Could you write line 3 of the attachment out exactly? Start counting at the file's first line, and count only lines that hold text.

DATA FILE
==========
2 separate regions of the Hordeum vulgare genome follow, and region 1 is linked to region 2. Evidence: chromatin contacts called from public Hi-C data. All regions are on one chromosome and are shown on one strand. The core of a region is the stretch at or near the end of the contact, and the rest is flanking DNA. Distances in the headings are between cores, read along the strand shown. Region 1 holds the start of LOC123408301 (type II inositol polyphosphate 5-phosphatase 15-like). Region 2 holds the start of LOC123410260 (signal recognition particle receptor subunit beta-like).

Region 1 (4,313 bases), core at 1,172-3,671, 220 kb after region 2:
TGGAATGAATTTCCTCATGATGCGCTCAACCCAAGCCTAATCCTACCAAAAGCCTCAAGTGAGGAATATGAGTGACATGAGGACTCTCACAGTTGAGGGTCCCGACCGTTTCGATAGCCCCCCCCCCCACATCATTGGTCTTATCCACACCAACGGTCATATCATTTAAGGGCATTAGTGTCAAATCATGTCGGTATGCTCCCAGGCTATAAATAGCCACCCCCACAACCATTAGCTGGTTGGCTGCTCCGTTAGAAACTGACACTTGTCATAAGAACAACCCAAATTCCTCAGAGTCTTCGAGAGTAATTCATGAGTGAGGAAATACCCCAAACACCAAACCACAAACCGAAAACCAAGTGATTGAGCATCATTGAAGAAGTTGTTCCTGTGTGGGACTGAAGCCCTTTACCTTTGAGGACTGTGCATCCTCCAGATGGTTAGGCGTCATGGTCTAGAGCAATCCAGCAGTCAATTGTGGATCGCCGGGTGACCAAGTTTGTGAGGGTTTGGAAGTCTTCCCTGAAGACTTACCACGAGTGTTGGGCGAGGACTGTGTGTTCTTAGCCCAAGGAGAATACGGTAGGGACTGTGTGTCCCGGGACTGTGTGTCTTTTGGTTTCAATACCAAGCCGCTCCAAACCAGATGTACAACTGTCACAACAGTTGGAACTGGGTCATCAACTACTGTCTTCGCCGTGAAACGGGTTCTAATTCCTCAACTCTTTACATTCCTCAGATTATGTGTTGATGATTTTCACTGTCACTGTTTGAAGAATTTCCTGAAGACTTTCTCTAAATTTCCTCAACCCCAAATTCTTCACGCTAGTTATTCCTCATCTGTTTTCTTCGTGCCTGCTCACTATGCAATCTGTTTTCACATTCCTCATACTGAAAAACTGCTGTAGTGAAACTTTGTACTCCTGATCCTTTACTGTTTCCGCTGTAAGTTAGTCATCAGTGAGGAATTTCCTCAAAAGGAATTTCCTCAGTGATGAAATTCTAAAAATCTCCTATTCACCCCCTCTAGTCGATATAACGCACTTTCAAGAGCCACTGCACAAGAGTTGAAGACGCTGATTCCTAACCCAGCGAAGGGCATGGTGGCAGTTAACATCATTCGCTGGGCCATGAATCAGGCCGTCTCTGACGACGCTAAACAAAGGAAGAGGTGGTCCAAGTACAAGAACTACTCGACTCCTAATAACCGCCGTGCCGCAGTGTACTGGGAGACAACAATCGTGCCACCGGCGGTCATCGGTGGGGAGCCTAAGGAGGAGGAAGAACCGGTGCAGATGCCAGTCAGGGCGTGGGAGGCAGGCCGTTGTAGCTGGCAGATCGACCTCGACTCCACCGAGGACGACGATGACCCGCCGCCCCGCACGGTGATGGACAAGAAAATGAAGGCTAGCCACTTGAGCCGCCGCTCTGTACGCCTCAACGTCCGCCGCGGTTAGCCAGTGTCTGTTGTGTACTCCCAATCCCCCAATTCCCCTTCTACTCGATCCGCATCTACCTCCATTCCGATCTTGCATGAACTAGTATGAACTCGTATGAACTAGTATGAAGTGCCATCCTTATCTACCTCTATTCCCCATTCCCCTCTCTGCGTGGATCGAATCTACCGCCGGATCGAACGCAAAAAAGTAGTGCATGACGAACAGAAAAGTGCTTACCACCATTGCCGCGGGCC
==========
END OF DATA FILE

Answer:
TGGAATGAATTTCCTCATGATGCGCTCAACCCAAGCCTAATCCTACCAAAAGCCTCAAGTGAGGAATATGAGTGACATGAGGACTCTCACAGTTGAGGGTCCCGACCGTTTCGATAGCCCCCCCCCCCACATCATTGGTCTTATCCACACCAACGGTCATATCATTTAAGGGCATTAGTGTCAAATCATGTCGGTATGCTCCCAGGCTATAAATAGCCACCCCCACAACCATTAGCTGGTTGGCTGCTCCGTTAGAAACTGACACTTGTCATAAGAACAACCCAAATTCCTCAGAGTCTTCGAGAGTAATTCATGAGTGAGGAAATACCCCAAACACCAAACCACAAACCGAAAACCAAGTGATTGAGCATCATTGAAGAAGTTGTTCCTGTGTGGGACTGAAGCCCTTTACCTTTGAGGACTGTGCATCCTCCAGATGGTTAGGCGTCATGGTCTAGAGCAATCCAGCAGTCAATTGTGGATCGCCGGGTGACCAAGTTTGTGAGGGTTTGGAAGTCTTCCCTGAAGACTTACCACGAGTGTTGGGCGAGGACTGTGTGTTCTTAGCCCAAGGAGAATACGGTAGGGACTGTGTGTCCCGGGACTGTGTGTCTTTTGGTTTCAATACCAAGCCGCTCCAAACCAGATGTACAACTGTCACAACAGTTGGAACTGGGTCATCAACTACTGTCTTCGCCGTGAAACGGGTTCTAATTCCTCAACTCTTTACATTCCTCAGATTATGTGTTGATGATTTTCACTGTCACTGTTTGAAGAATTTCCTGAAGACTTTCTCTAAATTTCCTCAACCCCAAATTCTTCACGCTAGTTATTCCTCATCTGTTTTCTTCGTGCCTGCTCACTATGCAATCTGTTTTCACATTCCTCATACTGAAAAACTGCTGTAGTGAAACTTTGTACTCCTGATCCTTTACTGTTTCCGCTGTAAGTTAGTCATCAGTGAGGAATTTCCTCAAAAGGAATTTCCTCAGTGATGAAATTCTAAAAATCTCCTATTCACCCCCTCTAGTCGATATAACGCACTTTCAAGAGCCACTGCACAAGAGTTGAAGACGCTGATTCCTAACCCAGCGAAGGGCATGGTGGCAGTTAACATCATTCGCTGGGCCATGAATCAGGCCGTCTCTGACGACGCTAAACAAAGGAAGAGGTGGTCCAAGTACAAGAACTACTCGACTCCTAATAACCGCCGTGCCGCAGTGTACTGGGAGACAACAATCGTGCCACCGGCGGTCATCGGTGGGGAGCCTAAGGAGGAGGAAGAACCGGTGCAGATGCCAGTCAGGGCGTGGGAGGCAGGCCGTTGTAGCTGGCAGATCGACCTCGACTCCACCGAGGACGACGATGACCCGCCGCCCCGCACGGTGATGGACAAGAAAATGAAGGCTAGCCACTTGAGCCGCCGCTCTGTACGCCTCAACGTCCGCCGCGGTTAGCCAGTGTCTGTTGTGTACTCCCAATCCCCCAATTCCCCTTCTACTCGATCCGCATCTACCTCCATTCCGATCTTGCATGAACTAGTATGAACTCGTATGAACTAGTATGAAGTGCCATCCTTATCTACCTCTATTCCCCATTCCCCTCTCTGCGTGGATCGAATCTACCGCCGGATCGAACGCAAAAAAGTAGTGCATGACGAACAGAAAAGTGCTTACCACCATTGCCGCGGGCC